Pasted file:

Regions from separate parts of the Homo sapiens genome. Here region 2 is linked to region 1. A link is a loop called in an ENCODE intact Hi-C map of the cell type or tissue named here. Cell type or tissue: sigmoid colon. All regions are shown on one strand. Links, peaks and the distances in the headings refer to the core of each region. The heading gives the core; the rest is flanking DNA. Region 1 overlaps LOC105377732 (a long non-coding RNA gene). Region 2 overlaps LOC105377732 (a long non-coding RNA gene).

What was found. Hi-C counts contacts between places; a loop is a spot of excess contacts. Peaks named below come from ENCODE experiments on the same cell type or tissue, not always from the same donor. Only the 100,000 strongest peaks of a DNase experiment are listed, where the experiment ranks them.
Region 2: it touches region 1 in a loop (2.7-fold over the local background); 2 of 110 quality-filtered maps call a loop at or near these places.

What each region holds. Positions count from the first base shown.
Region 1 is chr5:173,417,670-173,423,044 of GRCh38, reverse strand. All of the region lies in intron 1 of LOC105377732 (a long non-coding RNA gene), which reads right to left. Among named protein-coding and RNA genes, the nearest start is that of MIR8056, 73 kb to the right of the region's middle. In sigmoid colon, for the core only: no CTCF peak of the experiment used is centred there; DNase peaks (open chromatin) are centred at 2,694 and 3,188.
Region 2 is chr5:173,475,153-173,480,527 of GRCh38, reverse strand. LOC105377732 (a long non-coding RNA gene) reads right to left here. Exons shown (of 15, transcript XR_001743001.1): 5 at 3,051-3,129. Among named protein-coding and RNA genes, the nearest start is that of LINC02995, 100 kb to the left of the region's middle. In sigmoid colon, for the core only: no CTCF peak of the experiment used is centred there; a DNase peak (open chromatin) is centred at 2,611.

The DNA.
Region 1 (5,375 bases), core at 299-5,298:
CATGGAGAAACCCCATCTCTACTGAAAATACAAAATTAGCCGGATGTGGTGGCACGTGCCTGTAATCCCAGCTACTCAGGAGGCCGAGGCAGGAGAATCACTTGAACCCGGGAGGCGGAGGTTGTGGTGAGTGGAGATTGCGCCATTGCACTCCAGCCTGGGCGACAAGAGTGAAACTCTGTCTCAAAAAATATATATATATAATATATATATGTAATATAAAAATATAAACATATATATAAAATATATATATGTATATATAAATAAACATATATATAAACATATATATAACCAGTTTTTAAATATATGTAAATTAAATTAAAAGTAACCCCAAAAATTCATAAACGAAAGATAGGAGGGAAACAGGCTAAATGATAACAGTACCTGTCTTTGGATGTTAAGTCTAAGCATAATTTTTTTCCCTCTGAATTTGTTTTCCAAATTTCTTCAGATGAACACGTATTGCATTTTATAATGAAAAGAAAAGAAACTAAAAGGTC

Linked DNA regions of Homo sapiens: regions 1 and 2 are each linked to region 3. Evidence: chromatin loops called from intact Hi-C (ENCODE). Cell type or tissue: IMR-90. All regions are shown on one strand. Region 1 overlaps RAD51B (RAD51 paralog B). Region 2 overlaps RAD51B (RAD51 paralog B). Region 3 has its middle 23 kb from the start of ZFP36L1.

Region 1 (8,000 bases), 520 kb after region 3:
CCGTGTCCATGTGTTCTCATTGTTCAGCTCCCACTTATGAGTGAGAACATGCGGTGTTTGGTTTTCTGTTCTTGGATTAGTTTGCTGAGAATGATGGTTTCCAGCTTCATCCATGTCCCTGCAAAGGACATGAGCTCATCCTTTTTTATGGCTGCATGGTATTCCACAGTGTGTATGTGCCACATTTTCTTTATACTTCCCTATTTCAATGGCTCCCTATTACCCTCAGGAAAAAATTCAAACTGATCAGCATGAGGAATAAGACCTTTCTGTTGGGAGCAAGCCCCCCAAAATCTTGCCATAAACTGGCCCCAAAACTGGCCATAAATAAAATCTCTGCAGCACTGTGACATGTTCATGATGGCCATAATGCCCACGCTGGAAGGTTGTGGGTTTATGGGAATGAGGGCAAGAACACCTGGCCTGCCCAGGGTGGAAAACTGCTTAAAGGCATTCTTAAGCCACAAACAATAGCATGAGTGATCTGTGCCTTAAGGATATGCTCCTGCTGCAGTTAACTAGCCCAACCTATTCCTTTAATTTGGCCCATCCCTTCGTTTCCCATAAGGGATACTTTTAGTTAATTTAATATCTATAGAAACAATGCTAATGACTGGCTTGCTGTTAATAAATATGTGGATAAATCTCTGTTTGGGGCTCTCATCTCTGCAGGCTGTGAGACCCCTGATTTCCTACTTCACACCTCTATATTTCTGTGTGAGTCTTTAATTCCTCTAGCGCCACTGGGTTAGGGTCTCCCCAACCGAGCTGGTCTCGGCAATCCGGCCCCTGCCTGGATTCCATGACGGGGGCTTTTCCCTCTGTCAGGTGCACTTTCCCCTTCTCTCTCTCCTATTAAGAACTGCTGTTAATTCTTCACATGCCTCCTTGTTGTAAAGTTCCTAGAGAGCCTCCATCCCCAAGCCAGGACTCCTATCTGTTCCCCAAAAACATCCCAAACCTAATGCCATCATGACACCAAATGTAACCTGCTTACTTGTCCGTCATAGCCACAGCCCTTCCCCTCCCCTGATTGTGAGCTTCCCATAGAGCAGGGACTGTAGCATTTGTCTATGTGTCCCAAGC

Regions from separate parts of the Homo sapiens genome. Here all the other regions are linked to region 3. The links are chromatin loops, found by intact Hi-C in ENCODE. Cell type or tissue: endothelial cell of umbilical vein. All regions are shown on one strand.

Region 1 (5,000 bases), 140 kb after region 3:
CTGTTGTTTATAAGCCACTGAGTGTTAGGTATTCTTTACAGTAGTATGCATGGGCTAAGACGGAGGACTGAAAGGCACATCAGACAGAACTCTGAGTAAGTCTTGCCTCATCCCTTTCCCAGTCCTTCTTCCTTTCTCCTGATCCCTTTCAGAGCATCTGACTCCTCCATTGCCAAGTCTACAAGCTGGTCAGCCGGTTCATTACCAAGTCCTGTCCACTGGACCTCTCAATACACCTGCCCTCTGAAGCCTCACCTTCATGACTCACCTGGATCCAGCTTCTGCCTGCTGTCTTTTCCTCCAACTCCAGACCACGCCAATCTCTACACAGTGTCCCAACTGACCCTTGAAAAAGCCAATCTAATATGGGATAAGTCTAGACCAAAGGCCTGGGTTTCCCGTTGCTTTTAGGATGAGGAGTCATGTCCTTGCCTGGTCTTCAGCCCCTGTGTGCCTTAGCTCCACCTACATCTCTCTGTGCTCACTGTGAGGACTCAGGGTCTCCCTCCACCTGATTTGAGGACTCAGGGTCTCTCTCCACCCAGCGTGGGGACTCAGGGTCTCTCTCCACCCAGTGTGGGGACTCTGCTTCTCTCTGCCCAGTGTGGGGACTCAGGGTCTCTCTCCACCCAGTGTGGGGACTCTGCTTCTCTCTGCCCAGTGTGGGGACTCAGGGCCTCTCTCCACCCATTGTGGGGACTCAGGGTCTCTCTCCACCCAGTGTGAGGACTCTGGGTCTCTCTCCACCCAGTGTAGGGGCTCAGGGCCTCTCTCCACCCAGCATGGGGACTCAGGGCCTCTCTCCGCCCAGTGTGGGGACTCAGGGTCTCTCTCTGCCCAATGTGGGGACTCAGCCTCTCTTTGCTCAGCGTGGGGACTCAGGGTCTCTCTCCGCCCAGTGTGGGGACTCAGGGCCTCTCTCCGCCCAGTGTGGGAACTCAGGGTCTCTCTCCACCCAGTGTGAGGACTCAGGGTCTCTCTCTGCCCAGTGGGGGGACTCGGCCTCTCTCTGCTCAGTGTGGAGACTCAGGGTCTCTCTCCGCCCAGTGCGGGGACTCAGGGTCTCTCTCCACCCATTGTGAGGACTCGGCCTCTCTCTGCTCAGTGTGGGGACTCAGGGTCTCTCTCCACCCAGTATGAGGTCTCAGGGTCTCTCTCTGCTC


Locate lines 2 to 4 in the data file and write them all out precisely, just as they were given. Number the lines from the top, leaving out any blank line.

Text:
What was found. Hi-C counts contacts between places; a loop is a spot of excess contacts. Peaks named below come from ENCODE experiments on the same cell type or tissue, not always from the same donor. Only the 100,000 strongest peaks of a DNase experiment are listed, where the experiment ranks them.
Region 2: it touches region 1 in a loop (2.7-fold over the local background); 2 of 110 quality-filtered maps call a loop at or near these places.

What each region holds. Positions count from the first base shown.